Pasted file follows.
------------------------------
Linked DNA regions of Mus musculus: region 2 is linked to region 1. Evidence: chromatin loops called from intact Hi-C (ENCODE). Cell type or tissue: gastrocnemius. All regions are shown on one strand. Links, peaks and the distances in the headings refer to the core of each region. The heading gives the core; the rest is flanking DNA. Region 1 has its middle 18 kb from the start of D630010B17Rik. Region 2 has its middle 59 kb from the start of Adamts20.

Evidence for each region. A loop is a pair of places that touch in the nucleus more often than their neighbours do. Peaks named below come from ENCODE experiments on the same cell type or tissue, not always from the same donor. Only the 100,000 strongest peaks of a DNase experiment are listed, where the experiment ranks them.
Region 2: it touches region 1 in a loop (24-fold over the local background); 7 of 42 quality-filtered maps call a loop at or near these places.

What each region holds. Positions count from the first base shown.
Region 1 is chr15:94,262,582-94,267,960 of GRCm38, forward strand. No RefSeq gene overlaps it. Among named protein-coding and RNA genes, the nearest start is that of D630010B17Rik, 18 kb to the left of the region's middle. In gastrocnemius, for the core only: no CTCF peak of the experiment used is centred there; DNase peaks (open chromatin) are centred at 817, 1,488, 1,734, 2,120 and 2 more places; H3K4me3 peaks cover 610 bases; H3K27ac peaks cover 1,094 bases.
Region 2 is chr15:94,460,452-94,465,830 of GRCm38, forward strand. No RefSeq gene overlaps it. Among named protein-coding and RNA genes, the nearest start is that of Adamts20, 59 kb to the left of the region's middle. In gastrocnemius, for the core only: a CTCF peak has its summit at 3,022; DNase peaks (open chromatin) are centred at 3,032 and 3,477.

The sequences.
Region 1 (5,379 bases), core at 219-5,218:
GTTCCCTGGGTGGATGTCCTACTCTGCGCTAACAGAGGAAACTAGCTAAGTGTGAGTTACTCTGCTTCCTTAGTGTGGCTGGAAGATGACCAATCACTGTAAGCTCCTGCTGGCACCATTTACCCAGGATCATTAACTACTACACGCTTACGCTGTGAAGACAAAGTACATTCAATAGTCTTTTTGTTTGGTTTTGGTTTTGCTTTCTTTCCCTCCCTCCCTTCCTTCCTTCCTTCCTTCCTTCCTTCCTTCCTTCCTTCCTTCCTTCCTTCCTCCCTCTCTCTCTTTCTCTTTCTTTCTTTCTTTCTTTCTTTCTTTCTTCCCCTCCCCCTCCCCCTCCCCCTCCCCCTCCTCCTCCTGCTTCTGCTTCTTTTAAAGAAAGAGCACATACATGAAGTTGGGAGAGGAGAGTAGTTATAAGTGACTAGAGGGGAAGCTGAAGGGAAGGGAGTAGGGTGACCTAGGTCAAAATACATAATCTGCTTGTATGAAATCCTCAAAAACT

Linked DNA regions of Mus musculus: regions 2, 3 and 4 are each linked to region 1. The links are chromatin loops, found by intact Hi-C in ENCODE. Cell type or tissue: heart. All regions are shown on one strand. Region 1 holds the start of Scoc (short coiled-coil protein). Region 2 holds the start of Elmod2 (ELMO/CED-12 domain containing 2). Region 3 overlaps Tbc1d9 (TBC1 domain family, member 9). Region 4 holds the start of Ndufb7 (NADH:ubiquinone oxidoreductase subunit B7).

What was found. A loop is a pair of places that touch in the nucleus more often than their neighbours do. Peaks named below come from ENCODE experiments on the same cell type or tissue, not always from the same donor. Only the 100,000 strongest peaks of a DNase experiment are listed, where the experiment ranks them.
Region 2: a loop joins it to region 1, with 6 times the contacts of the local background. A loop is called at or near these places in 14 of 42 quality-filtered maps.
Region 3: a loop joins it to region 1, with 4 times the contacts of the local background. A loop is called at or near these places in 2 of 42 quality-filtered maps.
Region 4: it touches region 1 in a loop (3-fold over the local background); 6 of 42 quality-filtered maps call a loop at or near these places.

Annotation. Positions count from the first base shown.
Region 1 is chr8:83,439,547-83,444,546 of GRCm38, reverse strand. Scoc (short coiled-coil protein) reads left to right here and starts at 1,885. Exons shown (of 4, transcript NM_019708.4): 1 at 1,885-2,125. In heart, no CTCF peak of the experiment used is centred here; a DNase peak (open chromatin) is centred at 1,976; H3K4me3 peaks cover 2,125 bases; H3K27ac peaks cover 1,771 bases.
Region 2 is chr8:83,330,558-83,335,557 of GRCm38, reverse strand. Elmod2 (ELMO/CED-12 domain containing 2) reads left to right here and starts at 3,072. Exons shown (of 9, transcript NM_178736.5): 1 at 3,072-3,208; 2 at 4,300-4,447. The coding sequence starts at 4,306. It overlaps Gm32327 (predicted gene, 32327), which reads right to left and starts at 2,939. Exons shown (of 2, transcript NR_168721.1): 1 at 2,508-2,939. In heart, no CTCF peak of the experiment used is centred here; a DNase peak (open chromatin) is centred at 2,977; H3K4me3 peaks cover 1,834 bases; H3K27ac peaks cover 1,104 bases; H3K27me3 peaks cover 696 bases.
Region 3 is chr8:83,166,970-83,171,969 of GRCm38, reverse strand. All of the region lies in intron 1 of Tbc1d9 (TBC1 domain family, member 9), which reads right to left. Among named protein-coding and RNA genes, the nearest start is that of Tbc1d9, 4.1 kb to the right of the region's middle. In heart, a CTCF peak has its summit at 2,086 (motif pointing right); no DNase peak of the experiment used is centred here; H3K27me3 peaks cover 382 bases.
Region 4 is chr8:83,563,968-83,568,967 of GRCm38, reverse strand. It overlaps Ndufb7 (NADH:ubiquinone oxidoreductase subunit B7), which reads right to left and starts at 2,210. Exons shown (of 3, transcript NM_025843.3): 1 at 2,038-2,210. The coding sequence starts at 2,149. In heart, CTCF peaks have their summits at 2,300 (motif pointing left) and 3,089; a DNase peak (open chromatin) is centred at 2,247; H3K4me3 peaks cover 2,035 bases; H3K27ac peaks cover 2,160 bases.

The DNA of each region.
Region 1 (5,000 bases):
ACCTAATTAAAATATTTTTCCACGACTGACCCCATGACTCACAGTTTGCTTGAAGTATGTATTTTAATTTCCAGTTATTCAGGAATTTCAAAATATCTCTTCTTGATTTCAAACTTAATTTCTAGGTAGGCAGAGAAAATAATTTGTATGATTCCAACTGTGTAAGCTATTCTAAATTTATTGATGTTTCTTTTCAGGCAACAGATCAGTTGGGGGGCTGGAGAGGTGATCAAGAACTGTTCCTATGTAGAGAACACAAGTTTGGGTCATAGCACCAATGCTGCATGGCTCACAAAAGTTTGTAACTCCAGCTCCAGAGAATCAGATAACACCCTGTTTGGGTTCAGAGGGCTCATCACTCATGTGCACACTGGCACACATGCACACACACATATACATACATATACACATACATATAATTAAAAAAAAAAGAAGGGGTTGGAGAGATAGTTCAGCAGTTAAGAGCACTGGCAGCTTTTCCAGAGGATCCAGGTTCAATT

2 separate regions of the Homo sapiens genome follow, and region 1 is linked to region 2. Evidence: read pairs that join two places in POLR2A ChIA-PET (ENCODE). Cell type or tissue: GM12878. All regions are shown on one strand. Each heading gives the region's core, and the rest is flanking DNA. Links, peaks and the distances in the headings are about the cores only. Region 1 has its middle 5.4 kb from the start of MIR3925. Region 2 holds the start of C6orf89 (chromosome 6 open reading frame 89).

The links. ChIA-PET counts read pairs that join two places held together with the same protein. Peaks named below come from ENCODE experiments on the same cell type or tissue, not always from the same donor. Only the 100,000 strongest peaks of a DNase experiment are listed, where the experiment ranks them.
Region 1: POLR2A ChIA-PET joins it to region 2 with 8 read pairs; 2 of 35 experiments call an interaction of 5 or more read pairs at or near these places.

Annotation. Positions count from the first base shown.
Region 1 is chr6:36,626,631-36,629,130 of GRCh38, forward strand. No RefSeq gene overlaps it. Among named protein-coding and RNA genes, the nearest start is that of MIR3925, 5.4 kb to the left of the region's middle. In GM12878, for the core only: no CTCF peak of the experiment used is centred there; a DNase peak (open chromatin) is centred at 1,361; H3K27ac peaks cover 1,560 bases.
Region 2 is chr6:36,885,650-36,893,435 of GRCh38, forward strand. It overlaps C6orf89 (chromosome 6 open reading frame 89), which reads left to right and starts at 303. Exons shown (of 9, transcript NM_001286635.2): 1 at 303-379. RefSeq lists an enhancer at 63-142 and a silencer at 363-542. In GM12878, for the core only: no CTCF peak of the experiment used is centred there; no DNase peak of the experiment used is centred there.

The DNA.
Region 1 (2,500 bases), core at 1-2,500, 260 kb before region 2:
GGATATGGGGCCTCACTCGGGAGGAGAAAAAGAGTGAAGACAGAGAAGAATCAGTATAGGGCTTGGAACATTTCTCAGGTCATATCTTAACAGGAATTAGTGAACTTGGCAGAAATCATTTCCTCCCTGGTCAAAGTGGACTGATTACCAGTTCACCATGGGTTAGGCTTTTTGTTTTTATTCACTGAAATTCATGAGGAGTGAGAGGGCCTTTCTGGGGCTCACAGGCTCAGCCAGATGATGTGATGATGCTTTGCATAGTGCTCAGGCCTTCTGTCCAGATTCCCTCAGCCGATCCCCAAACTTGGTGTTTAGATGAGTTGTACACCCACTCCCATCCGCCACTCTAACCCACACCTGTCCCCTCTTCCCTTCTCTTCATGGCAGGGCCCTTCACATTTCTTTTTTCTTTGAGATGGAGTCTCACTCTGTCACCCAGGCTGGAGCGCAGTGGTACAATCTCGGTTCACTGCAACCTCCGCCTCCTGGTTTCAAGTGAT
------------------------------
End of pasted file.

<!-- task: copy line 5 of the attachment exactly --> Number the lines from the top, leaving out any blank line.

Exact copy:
Region 1 is chr15:94,262,582-94,267,960 of GRCm38, forward strand. No RefSeq gene overlaps it. Among named protein-coding and RNA genes, the nearest start is that of D630010B17Rik, 18 kb to the left of the region's middle. In gastrocnemius, for the core only: no CTCF peak of the experiment used is centred there; DNase peaks (open chromatin) are centred at 817, 1,488, 1,734, 2,120 and 2 more places; H3K4me3 peaks cover 610 bases; H3K27ac peaks cover 1,094 bases.